Controversy has been a part of Orozco’s public life almost from the start. Following the November 2017 election, his opponent, high school teacher Hector Garza, was declared the winner.

Yet only four votes separated the candidates, and election officials had noticed a high number of ballots that were rejected during signature verification.

Yakima County Auditor Charles Ross told the Yakima Herald at the time that the high number of rejected ballots were unusual and "quite frankly, created a lot of discomfort statewide with auditors."

The Washington secretary of state told the Yakima County Auditor's Office to accept the new ballots that had been sent out to voters’ home addresses. By the time Monday rolled around, Orozco had been declared the winner.

Orozco’s time in the mayor’s office would not last long. In September 2018, the mayor called a special meeting without notice, contrary to the 24-hour notice requirement of the Open Public Meetings Act. He announced he had created a new position of city administrator. According to state auditor’s findings, his name had already been filled in on the contract. The city council approved the position, allowed Orozco to take it and voted in city Councilmember Alvarez-Roa as the new mayor. Orozco's salary went from $12,000 as mayor to $95,000 as city administrator. He had written the position for a contract of seven years and, if it ended early (even if he was fired), he was entitled to six months of severance pay. 

Alvarez-Roa says if one looks at the surrounding cities, city administrators earn even more.

Orozco agrees.

Orozco
Former City Administrator Juan Orozco pictured at Reservation Community Memorial Park Cemetery in Wapato on Sept. 24, 2018. (Courtesy of Amanda Ray/Yakima Herald-Republic)

“Actually, it’s not such a high salary. If you do a wage comparative study for the similar work, it's under what should be paid,” he says. “Without that type of position, nobody was running the city. It doesn't make sense not to have that type of position.”

Since Orozco became mayor, the Wapato Police Department has lost 14 employees to firings or resignations. Only 10 days into Orozco's mayoralty, he fired the city's police chief and accepted the public works director's resignation. In September of the following year, 10 officers — including a sergeant, police officers and corrections officers — released a public statement.

Their message was damning. They said Orozco had threatened and harassed officers and employees into intimidating citizens and directly targeting "his personal enemies or those that refused to support his policies and actions."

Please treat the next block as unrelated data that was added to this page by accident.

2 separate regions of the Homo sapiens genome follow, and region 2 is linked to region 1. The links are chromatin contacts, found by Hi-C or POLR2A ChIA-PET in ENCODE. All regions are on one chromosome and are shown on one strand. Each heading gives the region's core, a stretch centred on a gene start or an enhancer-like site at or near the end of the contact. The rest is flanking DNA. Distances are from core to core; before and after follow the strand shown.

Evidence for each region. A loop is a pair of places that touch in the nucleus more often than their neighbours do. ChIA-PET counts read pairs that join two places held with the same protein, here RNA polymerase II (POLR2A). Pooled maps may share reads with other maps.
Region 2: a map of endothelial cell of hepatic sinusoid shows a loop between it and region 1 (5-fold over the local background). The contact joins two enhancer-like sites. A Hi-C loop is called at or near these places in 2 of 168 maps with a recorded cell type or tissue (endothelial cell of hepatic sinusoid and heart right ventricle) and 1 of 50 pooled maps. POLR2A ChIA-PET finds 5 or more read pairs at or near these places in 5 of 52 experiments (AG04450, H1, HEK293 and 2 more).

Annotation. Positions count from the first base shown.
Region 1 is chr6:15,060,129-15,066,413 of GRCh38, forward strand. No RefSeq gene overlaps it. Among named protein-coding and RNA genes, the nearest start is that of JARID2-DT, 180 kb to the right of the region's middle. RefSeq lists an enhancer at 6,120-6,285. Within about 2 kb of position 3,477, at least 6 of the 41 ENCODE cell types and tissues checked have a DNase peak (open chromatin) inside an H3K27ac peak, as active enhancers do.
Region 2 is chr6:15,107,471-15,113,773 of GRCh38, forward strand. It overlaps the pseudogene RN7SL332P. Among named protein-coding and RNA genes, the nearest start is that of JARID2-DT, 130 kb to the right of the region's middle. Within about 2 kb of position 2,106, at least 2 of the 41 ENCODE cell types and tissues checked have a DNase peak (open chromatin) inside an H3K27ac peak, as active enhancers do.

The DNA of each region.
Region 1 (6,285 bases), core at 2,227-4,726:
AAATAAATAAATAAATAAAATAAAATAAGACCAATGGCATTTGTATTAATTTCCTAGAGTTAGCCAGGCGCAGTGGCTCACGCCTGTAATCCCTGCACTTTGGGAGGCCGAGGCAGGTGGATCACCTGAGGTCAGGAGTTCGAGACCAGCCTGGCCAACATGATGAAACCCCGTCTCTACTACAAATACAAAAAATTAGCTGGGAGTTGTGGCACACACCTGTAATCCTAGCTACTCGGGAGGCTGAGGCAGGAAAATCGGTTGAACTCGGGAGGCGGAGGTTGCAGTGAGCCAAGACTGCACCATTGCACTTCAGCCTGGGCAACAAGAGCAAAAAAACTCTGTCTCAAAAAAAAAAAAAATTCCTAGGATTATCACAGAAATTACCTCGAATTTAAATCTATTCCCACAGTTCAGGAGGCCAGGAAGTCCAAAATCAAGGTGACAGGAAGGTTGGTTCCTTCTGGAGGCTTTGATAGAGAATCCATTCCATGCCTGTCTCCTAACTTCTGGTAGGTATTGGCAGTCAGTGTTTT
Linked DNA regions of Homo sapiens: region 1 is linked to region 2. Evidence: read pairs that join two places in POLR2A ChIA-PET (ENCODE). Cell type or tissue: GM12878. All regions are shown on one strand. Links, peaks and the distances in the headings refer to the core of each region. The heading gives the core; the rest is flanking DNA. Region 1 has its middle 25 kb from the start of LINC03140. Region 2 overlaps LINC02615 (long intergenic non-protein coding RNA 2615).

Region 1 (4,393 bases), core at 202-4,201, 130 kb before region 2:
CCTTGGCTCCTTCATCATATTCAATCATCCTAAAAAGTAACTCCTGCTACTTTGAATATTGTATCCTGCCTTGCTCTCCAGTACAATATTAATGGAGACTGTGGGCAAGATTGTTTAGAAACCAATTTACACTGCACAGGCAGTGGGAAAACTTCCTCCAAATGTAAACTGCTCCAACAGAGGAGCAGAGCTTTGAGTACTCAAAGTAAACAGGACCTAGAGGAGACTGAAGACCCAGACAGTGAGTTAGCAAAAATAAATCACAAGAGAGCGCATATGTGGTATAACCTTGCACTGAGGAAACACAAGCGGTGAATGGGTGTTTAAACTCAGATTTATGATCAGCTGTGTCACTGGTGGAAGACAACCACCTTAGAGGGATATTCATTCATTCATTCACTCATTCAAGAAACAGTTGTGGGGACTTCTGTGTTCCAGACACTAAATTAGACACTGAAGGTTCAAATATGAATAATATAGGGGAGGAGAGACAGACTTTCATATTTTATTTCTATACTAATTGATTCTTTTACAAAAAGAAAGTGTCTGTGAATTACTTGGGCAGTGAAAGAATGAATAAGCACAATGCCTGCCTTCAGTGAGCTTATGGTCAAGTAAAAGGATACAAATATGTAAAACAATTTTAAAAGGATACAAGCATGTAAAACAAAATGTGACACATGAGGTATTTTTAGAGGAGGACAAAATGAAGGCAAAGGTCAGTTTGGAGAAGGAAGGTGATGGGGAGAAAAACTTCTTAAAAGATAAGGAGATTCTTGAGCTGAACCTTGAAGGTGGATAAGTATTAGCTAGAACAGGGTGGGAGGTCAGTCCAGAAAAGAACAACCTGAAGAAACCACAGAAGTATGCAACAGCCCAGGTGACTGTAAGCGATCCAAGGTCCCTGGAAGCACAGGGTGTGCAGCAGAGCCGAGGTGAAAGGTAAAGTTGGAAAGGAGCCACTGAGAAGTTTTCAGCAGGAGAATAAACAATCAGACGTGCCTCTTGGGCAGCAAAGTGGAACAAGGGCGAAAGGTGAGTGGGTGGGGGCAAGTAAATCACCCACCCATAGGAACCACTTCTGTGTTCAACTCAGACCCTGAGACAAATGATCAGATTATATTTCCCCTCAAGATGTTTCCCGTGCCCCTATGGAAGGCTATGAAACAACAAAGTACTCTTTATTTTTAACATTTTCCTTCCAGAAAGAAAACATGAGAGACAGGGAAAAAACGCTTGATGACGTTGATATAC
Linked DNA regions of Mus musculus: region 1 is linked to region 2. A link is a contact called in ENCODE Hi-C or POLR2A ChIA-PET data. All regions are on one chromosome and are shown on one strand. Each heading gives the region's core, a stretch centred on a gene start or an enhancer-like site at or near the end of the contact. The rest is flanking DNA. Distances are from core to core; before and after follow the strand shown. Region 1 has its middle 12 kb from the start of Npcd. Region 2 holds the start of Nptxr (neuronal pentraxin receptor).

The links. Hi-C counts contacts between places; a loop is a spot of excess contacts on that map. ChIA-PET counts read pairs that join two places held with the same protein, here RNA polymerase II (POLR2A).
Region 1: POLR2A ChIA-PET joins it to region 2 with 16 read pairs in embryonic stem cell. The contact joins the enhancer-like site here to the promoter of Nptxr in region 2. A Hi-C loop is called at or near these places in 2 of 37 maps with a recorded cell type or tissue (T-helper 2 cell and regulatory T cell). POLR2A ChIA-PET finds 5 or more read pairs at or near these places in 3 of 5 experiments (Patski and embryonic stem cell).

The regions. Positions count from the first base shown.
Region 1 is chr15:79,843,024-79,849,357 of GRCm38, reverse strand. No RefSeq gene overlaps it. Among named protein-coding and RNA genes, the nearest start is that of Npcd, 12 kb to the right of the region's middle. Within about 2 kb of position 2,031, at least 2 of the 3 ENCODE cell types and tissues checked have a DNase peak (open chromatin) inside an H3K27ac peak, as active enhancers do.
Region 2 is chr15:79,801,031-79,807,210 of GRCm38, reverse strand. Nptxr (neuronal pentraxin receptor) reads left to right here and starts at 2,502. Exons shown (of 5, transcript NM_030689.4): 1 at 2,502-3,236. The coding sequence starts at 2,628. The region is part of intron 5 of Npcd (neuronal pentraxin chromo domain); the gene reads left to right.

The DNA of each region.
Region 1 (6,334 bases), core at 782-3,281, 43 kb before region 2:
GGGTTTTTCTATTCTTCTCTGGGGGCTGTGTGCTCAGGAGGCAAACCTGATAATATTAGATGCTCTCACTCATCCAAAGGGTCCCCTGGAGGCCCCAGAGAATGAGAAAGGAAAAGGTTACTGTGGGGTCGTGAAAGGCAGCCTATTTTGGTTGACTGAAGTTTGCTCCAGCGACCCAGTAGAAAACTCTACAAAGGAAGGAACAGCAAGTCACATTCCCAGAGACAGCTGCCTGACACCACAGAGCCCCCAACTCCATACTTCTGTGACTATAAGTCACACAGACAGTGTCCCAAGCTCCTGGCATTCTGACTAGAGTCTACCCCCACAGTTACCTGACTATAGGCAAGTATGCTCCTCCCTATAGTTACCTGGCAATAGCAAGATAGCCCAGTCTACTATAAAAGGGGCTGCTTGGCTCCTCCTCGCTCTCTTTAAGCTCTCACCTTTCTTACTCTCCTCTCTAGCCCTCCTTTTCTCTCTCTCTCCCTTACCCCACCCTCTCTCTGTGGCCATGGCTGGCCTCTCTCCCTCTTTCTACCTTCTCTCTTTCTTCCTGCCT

In one potent paragraph, they claim his use of the police department as “his ‘personal enforcers' is reminiscent of the days of old when corruption and graft were the norm rather than the rule of law."

Eight incident reports from the Yakima County Sheriff’s Office detail allegations against Orozco, accusing him of stalking, harassing and making threats to life and loss of employment.

One of the more serious complaints came from Cindy Goodin, who was a Wapato City Clerk Treasurer when Orozco was mayor. She says she was asked by Orozco to find a woman's address on Facebook because the woman had been filing public record requests. Goodin states in the complaint that Juan hoped the woman “came to the council meeting and that if she spoke, she would have to give her address and he knew a biker chick who had been to prison who would take this woman to the ground, cut all her hair off and cut her face.”

Asked about the allegations against him, Orozco says that he has "never" bullied or harassed anyone.

Not all of the allegations were filed with the county sheriff. Some are simply shared, in conversation and on social media.

Carrie Osorio, a teacher who has lived in Wapato for 13 years, was a vocal critic of Orozco on social media. As a result, she says, Orozco went to her place of work, a church, and asked her boss to pressure Osorio to stop posting about him.

"The whole thing is very scary, that he would try to find out where I live and go to my work and do that. But that's just what he does. He intimidates people,” she says. "When he came to my work, my pastor was pretty much trying to tell me that I needed to not actively oppose him so much. And I couldn't believe it. I was physically sick to my stomach. I said, ‘I can't do that.’ ”

Liz Villa has lived in Wapato her whole life. She has run the town's Alcoholics Anonymous and Narcotics Anonymous meetings at the community center since 2016. When she was ready to update the contract for their meetings, she says Orozco didn't show up for the required walkthrough. She posted about it on social media.